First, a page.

Know Thyself

So you've probably heard this ancient aphorism, but what does it have to do with software development? Very few of us deliver software in isolation. We generally have customers, managers, testers, designers, operations, and fellow developers on our development and delivery teams. Because we have to interact with all of these other people, it is in our best interest to know who we are, what motivates us, and what our strengths and weaknesses are.

For the last couple of years, I have intermixed a few books and videos on psychology with my standard technical fare in an effort to get to know myself better. It appears that many in our industry are doing the same.

At the Agile Alliance 2011 conference, Dr. Barbara Fredrickson spoke about Why Care about Positive Emotions?. Linda Rising has spoken about The Agile Mindset at several conferences including Agile Roots 2012. At the recent WindyCityRails conference, Steve Klabnik spoke on Development and Philosophy. And many members of my local Ruby user group have read Dr Martin Seligman's Learned Opimism on the recommendation of Dave Brady.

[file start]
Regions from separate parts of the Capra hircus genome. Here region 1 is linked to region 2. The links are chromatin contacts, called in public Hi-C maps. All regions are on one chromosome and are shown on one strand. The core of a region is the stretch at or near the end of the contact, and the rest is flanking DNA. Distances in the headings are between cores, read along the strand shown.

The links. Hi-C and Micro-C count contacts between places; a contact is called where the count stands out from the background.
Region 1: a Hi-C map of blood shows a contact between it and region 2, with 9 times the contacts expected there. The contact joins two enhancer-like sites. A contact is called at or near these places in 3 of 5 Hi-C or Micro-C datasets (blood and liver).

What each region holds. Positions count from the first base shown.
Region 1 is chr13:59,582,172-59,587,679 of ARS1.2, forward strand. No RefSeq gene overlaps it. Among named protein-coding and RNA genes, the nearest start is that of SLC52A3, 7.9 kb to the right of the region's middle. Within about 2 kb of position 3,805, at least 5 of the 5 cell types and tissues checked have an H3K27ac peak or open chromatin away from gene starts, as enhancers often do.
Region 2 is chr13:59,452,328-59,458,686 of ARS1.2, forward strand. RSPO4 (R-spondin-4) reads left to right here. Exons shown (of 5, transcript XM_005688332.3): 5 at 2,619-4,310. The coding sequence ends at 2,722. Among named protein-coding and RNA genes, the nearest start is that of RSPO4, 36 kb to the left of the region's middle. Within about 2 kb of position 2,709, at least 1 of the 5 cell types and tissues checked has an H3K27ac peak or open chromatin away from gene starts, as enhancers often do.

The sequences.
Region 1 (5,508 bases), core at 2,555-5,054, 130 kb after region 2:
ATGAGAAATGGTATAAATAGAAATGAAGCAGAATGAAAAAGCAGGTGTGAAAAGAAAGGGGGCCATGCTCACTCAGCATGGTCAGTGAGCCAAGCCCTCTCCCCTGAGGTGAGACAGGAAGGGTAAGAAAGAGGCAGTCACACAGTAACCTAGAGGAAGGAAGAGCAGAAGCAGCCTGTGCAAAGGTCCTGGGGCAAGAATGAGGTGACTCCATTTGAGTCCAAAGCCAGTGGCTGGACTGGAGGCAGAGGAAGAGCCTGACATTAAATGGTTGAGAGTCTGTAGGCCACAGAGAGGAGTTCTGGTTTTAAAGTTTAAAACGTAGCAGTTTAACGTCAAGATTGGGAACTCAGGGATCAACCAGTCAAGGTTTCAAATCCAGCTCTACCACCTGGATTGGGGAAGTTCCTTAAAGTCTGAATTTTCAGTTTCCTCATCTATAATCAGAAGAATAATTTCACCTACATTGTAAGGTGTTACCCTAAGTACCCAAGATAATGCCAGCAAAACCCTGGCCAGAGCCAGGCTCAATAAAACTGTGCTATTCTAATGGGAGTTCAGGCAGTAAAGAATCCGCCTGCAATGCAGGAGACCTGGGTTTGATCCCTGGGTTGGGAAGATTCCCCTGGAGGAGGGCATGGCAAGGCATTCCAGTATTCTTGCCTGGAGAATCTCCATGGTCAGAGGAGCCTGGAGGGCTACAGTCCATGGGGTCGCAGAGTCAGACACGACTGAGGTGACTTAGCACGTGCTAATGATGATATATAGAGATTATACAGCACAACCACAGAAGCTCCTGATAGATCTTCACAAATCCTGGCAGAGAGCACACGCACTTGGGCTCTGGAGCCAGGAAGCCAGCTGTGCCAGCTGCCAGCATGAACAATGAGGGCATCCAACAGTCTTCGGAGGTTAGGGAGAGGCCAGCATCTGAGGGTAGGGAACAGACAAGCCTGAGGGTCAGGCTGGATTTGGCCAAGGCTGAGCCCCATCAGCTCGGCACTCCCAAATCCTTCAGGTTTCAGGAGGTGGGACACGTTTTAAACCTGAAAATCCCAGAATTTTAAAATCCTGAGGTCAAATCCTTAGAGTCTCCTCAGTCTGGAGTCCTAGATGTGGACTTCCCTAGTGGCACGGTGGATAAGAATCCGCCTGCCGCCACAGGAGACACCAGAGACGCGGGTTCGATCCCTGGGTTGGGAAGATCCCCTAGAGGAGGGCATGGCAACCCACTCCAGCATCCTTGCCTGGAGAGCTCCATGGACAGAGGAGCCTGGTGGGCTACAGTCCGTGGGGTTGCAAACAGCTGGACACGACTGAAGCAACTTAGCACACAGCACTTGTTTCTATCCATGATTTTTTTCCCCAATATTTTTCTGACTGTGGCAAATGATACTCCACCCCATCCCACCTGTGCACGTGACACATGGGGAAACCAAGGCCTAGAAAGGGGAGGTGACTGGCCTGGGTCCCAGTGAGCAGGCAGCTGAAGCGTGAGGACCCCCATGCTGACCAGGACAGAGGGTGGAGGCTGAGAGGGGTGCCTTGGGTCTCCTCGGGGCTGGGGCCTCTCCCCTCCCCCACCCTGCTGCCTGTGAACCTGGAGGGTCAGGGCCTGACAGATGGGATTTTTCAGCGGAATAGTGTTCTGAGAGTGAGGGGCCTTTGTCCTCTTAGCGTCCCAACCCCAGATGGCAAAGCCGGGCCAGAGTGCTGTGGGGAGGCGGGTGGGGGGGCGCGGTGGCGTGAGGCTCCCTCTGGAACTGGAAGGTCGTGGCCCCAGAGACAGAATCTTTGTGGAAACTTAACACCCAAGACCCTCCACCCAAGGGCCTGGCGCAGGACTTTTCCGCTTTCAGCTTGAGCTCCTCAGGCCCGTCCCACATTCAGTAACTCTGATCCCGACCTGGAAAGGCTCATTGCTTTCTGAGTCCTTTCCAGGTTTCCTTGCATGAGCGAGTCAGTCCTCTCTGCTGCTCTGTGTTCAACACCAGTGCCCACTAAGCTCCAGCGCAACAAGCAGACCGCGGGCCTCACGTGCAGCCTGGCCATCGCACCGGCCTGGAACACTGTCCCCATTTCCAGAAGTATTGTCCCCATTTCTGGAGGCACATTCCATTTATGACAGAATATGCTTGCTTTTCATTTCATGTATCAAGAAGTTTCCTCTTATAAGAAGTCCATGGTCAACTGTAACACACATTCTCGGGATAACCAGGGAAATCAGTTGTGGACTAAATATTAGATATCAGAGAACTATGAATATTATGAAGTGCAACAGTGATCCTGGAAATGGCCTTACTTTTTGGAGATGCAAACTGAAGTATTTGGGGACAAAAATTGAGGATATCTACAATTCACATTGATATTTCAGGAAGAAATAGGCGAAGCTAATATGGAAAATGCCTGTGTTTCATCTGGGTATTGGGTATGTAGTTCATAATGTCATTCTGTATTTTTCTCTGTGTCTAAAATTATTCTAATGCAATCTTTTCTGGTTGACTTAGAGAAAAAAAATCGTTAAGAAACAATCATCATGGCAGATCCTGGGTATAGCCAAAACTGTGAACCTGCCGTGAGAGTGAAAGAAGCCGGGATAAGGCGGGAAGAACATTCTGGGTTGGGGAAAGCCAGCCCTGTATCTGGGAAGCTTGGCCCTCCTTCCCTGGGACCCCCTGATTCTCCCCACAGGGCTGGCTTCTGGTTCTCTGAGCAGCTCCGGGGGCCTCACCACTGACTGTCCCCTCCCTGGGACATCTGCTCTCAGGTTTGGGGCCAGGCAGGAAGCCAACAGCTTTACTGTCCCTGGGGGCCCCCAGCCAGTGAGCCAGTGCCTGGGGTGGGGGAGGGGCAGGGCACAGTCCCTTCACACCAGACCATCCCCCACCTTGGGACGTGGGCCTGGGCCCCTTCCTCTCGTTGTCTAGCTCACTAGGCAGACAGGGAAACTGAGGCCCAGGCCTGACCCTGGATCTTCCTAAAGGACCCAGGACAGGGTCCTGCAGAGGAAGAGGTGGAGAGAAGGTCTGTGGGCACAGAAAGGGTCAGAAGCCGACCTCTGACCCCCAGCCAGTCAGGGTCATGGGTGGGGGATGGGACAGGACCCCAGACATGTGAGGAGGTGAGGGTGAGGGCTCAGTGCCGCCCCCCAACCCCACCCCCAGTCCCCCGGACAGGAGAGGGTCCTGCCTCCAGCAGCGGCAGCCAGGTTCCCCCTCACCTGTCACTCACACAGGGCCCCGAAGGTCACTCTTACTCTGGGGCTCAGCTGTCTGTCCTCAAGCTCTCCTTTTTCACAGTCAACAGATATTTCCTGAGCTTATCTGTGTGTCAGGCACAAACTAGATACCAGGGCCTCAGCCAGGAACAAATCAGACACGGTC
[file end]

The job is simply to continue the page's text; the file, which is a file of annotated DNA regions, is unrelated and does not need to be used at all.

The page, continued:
Personally, I have taken the Myers-Briggs test and learned that I fall in the ENTJ/ Field-marshal personality variant. I have also read Strengths-Based Leadership in the last couple of weeks and took the associated test. My Strengths Finder results were unsurprising and correspond well with my Myers-Briggs. My top five strengths in order are:
  1. Input
  2. Communication
  3. Learner
  4. Woo
  5. Analytical
When I looked over the list, I immediately saw several synergies and began to understand why some things come easily for me, while others are quite challenging. I feel that this is a great set of strengths and describes me well.

So is there a point to all this navel gazing? I believe that by knowing ourselves, we can work better with the other members of our teams. When we know what we bring to a team, we can look for others that will bring different and complementary strengths. To quote Strengths-Based Leadership, "While the best leaders are not well-rounded, the best teams are." And don't we all want to be on the best teams?

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